China Turning Over US Airmen Remains
Sep. 22, 1999
WASHINGTON (AP) _ China is handing over to U.S. officials what are believed to be the remains of two American airmen whose B-24 bomber crashed into a mountain in southern China during World War II, a Pentagon official said Wednesday.
A repatriation ceremony will be held Thursday in the city of Guilin, and the remains will be flown to Hawaii for examination by the Army's Central Identification Laboratory, said Pentagon spokesman Larry Greer.
Robert Jones, the Pentagon's top official on matters of American missing servicemen, will attend the ceremony, Greer said.
The two sets of remains were found this summer during an unpublicized joint U.S.-China recovery operation in a rugged ravine on Mao'er Mountain in Guangxi province, Greer said. U.S. and Chinese officials have made multiple trips to the site since recovering bone fragments there in January 1997.
All 10 airmen died when their B-24 crashed during a return flight to Guangxi after bombing Japanese ships near Taiwan on Aug. 31, 1944. Greer said forensic scientists believe they now have most, if not all, of the 10 sets of remains and are ``very close'' to positive identifications of most of them.
According to U.S. military records, the crew members were pilot 2nd Lt. George H. Pierpont; co-pilot 2nd Lt. Franklin A. Tomenendale; navigator 2nd Lt. Robert L. Deming; bombardier 2nd Lt. George A. Ward; engineer Staff Sgt. Anthony W. DeLucia; radio operator Sgt. Ellsworth V. Kelley; radar observer Pfc. Fred P. Buckley; and gunners Staff Sgt. William A. Drager, Sgt. Robert L. Kearsey, and Pvt. Vincent J. Netherwood.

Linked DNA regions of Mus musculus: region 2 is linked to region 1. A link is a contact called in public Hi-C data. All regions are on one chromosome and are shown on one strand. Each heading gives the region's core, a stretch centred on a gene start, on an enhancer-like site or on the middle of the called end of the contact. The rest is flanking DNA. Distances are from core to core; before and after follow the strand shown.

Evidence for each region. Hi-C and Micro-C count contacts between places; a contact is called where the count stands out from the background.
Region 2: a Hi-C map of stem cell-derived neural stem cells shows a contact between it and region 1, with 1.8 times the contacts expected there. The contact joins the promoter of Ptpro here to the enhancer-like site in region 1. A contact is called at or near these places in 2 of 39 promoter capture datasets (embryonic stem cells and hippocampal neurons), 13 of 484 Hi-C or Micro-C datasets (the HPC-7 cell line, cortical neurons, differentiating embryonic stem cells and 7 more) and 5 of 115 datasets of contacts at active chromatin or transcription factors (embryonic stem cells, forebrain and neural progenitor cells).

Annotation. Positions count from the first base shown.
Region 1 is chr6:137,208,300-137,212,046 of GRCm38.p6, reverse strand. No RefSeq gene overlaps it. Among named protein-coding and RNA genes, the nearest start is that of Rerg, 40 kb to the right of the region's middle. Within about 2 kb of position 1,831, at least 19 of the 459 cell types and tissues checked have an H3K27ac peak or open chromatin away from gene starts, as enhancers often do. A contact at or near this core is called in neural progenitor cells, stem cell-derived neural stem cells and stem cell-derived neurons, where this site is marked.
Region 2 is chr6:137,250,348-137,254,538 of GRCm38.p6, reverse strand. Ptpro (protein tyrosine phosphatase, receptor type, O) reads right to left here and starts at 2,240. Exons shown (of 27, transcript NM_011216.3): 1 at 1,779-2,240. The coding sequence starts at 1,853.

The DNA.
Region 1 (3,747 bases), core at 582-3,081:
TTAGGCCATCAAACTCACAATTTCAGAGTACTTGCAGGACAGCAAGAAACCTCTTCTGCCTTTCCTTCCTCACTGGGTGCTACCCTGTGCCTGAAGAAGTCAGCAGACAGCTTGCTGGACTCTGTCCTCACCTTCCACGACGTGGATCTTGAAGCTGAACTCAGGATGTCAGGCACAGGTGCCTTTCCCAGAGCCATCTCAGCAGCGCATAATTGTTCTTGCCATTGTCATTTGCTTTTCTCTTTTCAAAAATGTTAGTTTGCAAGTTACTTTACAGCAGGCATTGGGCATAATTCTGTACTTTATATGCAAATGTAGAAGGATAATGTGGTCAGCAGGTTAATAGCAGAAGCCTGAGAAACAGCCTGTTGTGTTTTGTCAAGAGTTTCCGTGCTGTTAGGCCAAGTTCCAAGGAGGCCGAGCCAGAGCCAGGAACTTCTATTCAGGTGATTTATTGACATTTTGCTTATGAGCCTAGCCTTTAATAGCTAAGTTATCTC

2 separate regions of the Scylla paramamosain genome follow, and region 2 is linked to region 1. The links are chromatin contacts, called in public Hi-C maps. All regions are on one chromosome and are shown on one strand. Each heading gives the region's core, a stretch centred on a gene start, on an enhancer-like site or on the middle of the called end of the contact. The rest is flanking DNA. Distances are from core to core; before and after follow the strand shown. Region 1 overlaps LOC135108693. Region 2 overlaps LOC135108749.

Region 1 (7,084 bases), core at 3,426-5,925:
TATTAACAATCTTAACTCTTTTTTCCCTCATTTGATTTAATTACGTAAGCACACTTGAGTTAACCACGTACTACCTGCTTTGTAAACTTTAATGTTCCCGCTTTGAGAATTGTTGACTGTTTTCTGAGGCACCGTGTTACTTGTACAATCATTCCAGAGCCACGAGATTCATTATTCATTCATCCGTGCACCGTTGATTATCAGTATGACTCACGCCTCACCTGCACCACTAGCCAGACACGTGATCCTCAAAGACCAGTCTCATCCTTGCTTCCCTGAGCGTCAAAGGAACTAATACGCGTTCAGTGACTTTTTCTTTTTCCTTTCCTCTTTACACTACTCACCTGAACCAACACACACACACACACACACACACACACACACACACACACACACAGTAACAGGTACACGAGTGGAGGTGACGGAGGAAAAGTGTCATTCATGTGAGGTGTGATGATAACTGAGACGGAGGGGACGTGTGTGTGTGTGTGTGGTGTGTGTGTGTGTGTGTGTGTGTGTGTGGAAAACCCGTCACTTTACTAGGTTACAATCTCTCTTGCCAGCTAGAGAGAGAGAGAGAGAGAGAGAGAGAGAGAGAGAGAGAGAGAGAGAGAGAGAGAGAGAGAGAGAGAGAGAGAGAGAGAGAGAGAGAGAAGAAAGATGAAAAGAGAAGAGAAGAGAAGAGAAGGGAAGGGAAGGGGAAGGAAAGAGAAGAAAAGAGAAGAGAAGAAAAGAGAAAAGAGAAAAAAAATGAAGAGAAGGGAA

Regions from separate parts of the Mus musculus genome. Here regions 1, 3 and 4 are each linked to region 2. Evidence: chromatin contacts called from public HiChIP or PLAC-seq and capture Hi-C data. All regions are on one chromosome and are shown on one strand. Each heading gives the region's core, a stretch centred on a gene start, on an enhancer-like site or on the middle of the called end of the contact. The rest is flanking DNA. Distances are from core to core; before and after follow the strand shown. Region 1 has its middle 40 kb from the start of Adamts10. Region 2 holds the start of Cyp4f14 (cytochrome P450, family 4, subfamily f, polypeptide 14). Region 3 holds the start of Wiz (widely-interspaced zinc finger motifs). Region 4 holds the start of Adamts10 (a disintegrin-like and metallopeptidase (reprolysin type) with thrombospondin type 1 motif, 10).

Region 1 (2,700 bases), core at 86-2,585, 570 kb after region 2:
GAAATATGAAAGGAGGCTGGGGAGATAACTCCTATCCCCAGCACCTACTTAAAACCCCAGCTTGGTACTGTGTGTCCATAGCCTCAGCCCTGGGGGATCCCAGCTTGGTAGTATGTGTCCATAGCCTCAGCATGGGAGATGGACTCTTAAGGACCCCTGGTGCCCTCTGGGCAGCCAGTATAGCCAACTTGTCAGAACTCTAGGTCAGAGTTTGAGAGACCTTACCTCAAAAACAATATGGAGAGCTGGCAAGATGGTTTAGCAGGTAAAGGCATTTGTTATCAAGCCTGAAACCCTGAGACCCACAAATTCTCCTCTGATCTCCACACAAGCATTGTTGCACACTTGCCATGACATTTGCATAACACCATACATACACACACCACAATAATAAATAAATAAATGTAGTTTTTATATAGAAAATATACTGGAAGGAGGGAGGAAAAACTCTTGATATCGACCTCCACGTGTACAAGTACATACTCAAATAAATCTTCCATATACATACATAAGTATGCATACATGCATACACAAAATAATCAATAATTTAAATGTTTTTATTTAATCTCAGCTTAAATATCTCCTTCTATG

The Department of Defense has not provided the men's hometowns.
The bomber crash site lay undisturbed for 52 years until two Chinese farmers hunting for wild herbs found it on Oct. 2, 1996, Chinese officials said. The discovery was made public in November 1996 when Chinese President Jiang Zemin turned over photographs of five dog tags taken from the aircraft, as well as a videotape of the crash site, to President Clinton.
The United States poured aid and bomber crews into China during World War II to fight the Japanese, who had invaded much of the country. About 1,000 U.S. planes went down over China during the war, and about 100 remain missing. The Pentagon has cited China's cooperation on the B-24 recovery operation as a helpful influence toward a broader improvement of military-to-military relations.